Rutgers alum David Moskowitz (GSNB ‘16), a naturalist who completed his doctoral degree in entomology at the School of Environmental and Biological Sciences, is a broadly trained ecologist and senior vice president for EcolSciences, Inc. When Moskowitz, who is a resident of East Brunswick NJ, came across historic discarded records from a local New Jersey farm, he recognized the opportunity to peak through a window of time and analyze the farm’s practices and role as a reflection of the time it was in operation. Along with EcolSciences colleagues senior project manager Michael Levinson and fellow alum (Cook 2008) who received his B.S. in environmental science from Rutgers, and environmental scientist Evie McMenamin, the three examined the records and published a study, View of Historical Pesticide Purchases for a New Jersey Apple Orchard from 1931-1936 and 1943-1945 with Notes on Remnant “Legacy” Pesticide Concentrations in Soil (rutgers.edu). The article is published in New Jersey Studies: An Interdisciplinary Journal, sponsored by Monmouth University, Rutgers University Libraries and the New Jersey Historical Commission.
The article provides an insight to the state of the industry at the time, but also capture its integration in New Jersey agriculture and its involvement with the New Jersey Agricultural Experiment Station. Among the examples, the paper states:
“For most of the 20th century (1905-1998), the Smith Farm in East Brunswick, NJ was well-known. At its peak it was the largest apple orchard in the state. The father and son proprietors, George and Lawrence Smith, were innovators, pioneering new and improved orchard management and apple growing techniques, and were dubbed “Apple Kings” and “Master Farmers” for their work.
In 1998, the pesticide purchase records at the farm from1931-1936 and 1943-1945 were serendipitously rescued from a dumpster. The receipts and other materials provide a historical glimpse of two time periods marked by rapid and significant changes in agricultural pesticides from largely naturally derived, to synthetic, a legacy of World War II chemical innovation.
As cutting-edge orchardists, the Smith’s employed and experimented with the most up to date pest control methods of their time and their pesticide purchases reflect that. However, many of the chemicals used at the farm remain in soils for long periods after application. Soil sampling in 1998 identified extensive contamination from these “legacy” pesticides, an issue plaguing orchards across the United States.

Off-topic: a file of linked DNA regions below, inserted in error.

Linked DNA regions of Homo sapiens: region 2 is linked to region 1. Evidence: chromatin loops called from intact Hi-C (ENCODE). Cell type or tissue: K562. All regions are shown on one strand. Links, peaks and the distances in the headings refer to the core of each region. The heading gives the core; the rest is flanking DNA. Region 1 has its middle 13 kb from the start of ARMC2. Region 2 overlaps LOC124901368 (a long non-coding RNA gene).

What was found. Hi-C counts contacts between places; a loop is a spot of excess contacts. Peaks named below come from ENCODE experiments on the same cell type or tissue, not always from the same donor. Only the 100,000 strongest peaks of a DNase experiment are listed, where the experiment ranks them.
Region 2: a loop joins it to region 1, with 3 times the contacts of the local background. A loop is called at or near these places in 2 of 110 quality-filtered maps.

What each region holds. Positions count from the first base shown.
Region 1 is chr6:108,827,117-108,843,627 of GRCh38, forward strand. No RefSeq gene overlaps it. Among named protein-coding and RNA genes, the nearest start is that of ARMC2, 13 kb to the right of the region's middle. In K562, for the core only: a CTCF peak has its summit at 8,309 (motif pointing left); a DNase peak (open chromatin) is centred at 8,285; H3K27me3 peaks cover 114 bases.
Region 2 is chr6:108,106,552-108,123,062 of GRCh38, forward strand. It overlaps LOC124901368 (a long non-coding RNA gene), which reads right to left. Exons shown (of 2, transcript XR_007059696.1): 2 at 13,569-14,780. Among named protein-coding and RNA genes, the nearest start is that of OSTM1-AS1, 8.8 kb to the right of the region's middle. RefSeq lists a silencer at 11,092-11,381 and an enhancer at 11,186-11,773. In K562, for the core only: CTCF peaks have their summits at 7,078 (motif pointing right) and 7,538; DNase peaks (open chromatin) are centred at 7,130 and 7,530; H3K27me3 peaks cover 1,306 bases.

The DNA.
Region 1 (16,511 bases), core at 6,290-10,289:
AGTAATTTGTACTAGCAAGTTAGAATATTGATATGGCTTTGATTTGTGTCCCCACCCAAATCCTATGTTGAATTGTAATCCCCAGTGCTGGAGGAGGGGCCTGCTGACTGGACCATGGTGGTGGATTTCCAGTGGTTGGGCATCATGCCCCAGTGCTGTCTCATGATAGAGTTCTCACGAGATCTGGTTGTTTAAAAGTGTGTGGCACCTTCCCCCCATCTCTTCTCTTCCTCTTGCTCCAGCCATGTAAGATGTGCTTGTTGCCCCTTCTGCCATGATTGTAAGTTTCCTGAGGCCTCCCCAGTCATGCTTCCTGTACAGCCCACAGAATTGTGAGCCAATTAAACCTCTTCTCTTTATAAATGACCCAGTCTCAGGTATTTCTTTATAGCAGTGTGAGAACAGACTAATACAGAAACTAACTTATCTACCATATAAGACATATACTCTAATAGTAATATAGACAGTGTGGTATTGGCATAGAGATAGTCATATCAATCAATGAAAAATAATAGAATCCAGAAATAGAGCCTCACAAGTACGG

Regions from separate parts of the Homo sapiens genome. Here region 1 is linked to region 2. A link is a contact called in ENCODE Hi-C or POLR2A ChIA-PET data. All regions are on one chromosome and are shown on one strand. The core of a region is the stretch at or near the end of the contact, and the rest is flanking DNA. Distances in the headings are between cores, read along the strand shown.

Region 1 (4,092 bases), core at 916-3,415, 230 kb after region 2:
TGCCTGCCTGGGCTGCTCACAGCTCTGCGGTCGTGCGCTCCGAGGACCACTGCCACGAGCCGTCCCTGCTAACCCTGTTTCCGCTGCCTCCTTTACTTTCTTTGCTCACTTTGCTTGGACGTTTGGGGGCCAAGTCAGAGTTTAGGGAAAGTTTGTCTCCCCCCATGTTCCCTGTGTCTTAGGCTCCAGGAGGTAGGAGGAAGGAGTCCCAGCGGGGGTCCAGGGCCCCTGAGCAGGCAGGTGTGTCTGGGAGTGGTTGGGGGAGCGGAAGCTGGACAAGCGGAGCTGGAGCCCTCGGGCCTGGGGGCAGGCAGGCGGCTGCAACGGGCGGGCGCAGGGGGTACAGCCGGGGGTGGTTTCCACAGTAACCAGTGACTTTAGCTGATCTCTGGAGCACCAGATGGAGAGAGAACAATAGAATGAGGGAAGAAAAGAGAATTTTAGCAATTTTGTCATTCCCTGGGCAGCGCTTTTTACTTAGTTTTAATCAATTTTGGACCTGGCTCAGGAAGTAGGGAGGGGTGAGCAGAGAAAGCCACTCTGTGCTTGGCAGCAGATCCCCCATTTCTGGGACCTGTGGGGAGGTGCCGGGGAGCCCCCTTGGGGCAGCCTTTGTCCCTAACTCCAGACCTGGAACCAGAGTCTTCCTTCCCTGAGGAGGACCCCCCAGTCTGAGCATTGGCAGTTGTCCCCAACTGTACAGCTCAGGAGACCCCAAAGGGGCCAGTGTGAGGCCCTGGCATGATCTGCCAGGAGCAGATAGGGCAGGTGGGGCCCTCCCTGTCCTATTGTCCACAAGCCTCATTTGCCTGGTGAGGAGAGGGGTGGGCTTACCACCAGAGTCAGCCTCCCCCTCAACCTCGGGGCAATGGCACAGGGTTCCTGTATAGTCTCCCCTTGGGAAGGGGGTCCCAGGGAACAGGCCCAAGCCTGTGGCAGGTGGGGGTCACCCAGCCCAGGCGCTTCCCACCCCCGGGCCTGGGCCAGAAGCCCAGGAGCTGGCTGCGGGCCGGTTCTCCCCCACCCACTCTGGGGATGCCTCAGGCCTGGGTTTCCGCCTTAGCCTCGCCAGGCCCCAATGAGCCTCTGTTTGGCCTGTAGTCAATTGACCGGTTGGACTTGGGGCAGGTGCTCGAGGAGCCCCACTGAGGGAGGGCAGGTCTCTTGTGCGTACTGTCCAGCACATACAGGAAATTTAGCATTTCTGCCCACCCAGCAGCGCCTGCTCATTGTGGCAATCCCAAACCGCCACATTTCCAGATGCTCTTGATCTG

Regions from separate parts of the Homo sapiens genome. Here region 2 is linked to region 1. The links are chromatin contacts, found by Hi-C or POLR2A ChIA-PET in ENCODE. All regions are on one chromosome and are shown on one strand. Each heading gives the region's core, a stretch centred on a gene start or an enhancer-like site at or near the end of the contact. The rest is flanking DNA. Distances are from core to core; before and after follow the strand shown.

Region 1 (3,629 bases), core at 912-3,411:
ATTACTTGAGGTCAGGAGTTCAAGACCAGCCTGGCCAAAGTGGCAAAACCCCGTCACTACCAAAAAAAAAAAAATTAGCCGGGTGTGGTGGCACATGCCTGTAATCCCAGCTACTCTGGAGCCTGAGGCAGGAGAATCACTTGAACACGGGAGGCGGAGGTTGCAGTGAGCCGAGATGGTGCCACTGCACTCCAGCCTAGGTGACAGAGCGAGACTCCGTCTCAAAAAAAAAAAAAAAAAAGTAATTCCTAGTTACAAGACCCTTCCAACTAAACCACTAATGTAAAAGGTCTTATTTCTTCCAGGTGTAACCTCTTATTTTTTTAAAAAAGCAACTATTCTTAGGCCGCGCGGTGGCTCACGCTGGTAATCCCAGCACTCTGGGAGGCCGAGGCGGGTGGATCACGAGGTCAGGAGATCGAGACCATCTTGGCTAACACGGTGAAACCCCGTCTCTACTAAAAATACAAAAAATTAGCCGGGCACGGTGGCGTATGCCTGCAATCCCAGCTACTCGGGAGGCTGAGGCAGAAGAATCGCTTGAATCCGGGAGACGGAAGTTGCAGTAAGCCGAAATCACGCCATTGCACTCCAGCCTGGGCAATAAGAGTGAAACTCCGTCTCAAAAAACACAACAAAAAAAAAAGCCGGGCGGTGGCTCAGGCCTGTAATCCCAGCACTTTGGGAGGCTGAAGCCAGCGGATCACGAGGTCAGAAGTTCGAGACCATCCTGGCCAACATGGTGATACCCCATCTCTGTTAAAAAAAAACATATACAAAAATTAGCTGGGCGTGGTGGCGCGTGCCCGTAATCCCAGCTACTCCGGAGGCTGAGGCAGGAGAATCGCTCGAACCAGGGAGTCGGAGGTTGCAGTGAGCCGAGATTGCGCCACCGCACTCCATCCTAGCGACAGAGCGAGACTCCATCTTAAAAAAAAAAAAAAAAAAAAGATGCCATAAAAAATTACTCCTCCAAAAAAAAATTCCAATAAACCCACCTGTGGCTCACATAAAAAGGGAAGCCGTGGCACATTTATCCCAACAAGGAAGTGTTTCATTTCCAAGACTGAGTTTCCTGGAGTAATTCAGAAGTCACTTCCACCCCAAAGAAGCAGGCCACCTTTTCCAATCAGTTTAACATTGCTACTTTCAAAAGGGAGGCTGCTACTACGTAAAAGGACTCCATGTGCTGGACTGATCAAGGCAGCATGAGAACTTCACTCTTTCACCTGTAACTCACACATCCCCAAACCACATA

In 1999, with the oversight of the New Jersey Department of Environmental Protection, the contaminated orchard soils were remediated as part of a process to develop the property for housing. The orchard is long gone now, and in its place there is a housing development known as Apple Ridge Estates (with streets named after apple varieties). The history of the pesticide purchases at the farm may provide an important lesson about how one generation’s innovation may be seen as a subsequent generation’s curse.”
The proximity of the farm to the college allowed the Smiths to share state of the art strategies they implemented with other farmers. According to the article, “George Smith was apparently a master orchardist and as his orchard flourished, he produced more fruit that he could sell, losing a large portion of the crop to spoilage. In 1911, he decided to build a cold storage building that would use ice to keep the fruit cold until it could be sold. The building was completed in 1912 and was the first fruit cold storage building in New Jersey and one of only a few in the United States. The cold storage greatly extended the life of the fruit, allowing for sales at higher prices in the winter when fresh fruit was scarce. Soon after it was constructed, the cold storage building was used as an educational tool by the nearby State Agricultural College. The college had a 100-acre experimental farm in New Brunswick that ultimately would become the present-day George H. Cook campus and students attending the school would visit the Smith Farm cold storage building.”
Like many New Jersey farmers, the Smith farm took advantage of NJAES short courses. The authors state, “In 1919, Lawrence Smith was twenty-one and was encouraged by his father to enroll in the State Agricultural College fruit course. He attended the course between 1919 and 1920. Lawrence Smith noted the importance of the short course for insect and disease control and pesticide spraying in 1923: The Short Courses have given me training of inestimable value in farm management, insect and disease control, and spraying and pruning. Furthermore, through the contacts I have maintained with my Instructors since leaving school I am keeping our methods right up-to-date.”
Read the full article at View of Historical Pesticide Purchases for a New Jersey Apple Orchard from 1931-1936 and 1943-1945 with Notes on Remnant “Legacy” Pesticide Concentrations in Soil (rutgers.edu).